San Jose, CA tax lawyer property rentalWebsites such as Airbnb, VRBO, and HomeAway make it easier than ever to generate income by renting out a private residence, meeting the huge demand for home rentals, especially during the summer months when people go on vacation. However, the income collected from rental of a residence is typically subject to taxation, and there are special tax rules that must be followed. If you are a homeowner who plans to rent your property seasonally, you should be sure to understand whether your situation meets certain IRS requirements for taxation. 

Residential Rental Property Defined

The first step in determining how rental income will be taxed is understanding if the property you are renting is a residential rental property under the definition provided by the IRS. A dwelling will be classified as a residence if it is utilized for personal purposes during the tax year for 14 days, or for 10 percent of the total number of days the residence has been rented to tenants at its fair rental value, whichever is greater. Personal use could include the use of the dwelling by:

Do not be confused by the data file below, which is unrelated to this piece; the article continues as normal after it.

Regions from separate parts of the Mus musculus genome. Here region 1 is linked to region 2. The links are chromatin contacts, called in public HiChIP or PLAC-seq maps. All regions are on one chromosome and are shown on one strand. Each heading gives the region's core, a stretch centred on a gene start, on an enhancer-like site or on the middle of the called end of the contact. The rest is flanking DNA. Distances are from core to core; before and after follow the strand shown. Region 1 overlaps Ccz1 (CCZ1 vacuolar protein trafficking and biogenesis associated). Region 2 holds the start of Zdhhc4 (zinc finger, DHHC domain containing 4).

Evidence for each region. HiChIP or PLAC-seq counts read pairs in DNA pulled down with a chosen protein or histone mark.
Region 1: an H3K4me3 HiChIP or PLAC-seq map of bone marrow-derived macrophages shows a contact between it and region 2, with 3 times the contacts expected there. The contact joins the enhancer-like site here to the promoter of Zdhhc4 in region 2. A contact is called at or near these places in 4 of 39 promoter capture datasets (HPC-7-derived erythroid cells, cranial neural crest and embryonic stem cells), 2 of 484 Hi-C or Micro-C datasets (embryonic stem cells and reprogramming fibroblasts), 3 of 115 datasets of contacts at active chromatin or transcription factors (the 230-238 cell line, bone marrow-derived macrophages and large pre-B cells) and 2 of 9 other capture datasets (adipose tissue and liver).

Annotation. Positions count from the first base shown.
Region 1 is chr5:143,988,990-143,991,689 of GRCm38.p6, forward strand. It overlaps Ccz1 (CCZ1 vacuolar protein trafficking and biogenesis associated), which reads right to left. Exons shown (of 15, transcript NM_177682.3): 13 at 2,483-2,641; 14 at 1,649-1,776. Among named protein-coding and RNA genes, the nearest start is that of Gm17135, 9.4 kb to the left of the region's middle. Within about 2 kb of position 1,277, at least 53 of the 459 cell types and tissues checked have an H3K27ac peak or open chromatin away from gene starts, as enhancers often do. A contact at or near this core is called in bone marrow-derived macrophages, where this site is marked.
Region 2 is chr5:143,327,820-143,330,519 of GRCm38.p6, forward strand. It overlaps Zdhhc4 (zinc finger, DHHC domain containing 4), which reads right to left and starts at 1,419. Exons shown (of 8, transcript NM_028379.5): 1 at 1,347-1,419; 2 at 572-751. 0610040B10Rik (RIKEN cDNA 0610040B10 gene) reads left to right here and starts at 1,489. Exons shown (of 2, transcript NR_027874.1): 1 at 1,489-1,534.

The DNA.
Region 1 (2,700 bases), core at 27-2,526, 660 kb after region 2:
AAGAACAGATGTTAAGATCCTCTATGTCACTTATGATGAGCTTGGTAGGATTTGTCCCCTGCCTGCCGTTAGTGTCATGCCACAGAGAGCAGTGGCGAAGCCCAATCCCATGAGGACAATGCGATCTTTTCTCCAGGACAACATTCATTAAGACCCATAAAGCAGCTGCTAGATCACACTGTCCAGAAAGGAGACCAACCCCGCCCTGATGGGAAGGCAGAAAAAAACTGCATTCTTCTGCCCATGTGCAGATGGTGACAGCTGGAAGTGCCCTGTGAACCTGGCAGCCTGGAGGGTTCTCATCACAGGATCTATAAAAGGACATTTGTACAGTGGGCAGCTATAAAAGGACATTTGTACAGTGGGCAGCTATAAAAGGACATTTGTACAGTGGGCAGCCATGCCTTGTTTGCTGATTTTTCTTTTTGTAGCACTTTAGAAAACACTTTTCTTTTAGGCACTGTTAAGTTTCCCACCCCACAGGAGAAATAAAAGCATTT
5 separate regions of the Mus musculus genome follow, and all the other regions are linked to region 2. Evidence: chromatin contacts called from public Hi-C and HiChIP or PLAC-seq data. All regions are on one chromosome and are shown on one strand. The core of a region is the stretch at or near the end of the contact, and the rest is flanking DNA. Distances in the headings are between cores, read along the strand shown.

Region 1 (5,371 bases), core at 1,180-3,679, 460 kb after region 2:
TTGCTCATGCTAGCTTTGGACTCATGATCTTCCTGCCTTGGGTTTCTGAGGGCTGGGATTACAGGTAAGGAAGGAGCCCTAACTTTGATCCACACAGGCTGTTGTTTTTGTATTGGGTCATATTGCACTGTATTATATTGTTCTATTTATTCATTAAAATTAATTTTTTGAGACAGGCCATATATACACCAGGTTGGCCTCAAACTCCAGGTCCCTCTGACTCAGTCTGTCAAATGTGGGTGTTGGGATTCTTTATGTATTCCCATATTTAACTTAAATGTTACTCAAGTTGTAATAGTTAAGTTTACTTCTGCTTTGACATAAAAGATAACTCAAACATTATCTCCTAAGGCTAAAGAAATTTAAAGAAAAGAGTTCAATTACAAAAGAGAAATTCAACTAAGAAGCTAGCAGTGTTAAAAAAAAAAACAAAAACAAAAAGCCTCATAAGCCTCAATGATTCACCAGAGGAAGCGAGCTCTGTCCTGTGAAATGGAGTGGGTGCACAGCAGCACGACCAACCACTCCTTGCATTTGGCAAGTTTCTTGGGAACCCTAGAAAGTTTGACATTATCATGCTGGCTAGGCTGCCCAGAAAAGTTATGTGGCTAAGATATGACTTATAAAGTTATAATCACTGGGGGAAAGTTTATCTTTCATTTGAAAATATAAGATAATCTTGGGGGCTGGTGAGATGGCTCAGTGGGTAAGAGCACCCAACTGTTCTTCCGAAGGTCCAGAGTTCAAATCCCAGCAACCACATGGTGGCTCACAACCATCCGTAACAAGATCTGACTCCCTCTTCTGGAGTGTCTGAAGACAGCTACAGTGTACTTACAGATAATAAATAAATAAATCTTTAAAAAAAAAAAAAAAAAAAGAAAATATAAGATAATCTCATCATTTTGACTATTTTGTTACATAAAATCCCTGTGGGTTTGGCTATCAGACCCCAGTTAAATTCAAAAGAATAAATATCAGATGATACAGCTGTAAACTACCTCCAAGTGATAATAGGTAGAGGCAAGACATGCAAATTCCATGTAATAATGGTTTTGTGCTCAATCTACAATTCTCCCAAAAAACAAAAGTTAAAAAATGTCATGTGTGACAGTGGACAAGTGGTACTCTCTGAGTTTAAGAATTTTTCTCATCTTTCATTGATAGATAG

• Anyone who owns a part of the dwelling;
  • Any family members of anyone who owns the property in whole or in part (unless the family member uses the dwelling as his or her primary residence and pays fair rental value to the owner);
  • Anyone who uses the property as part of an arrangement that allows the owner to use a different dwelling; or
  • Anyone who uses the property after receiving a discount that results in that person paying less than the property’s fair rental value.

Income, Deductions, and Other Considerations

According to the IRS, rental income includes regular and advance rent payments, penalties for lease cancellation, and expenses paid to the property owner by the renter. This income generally must be reported each year.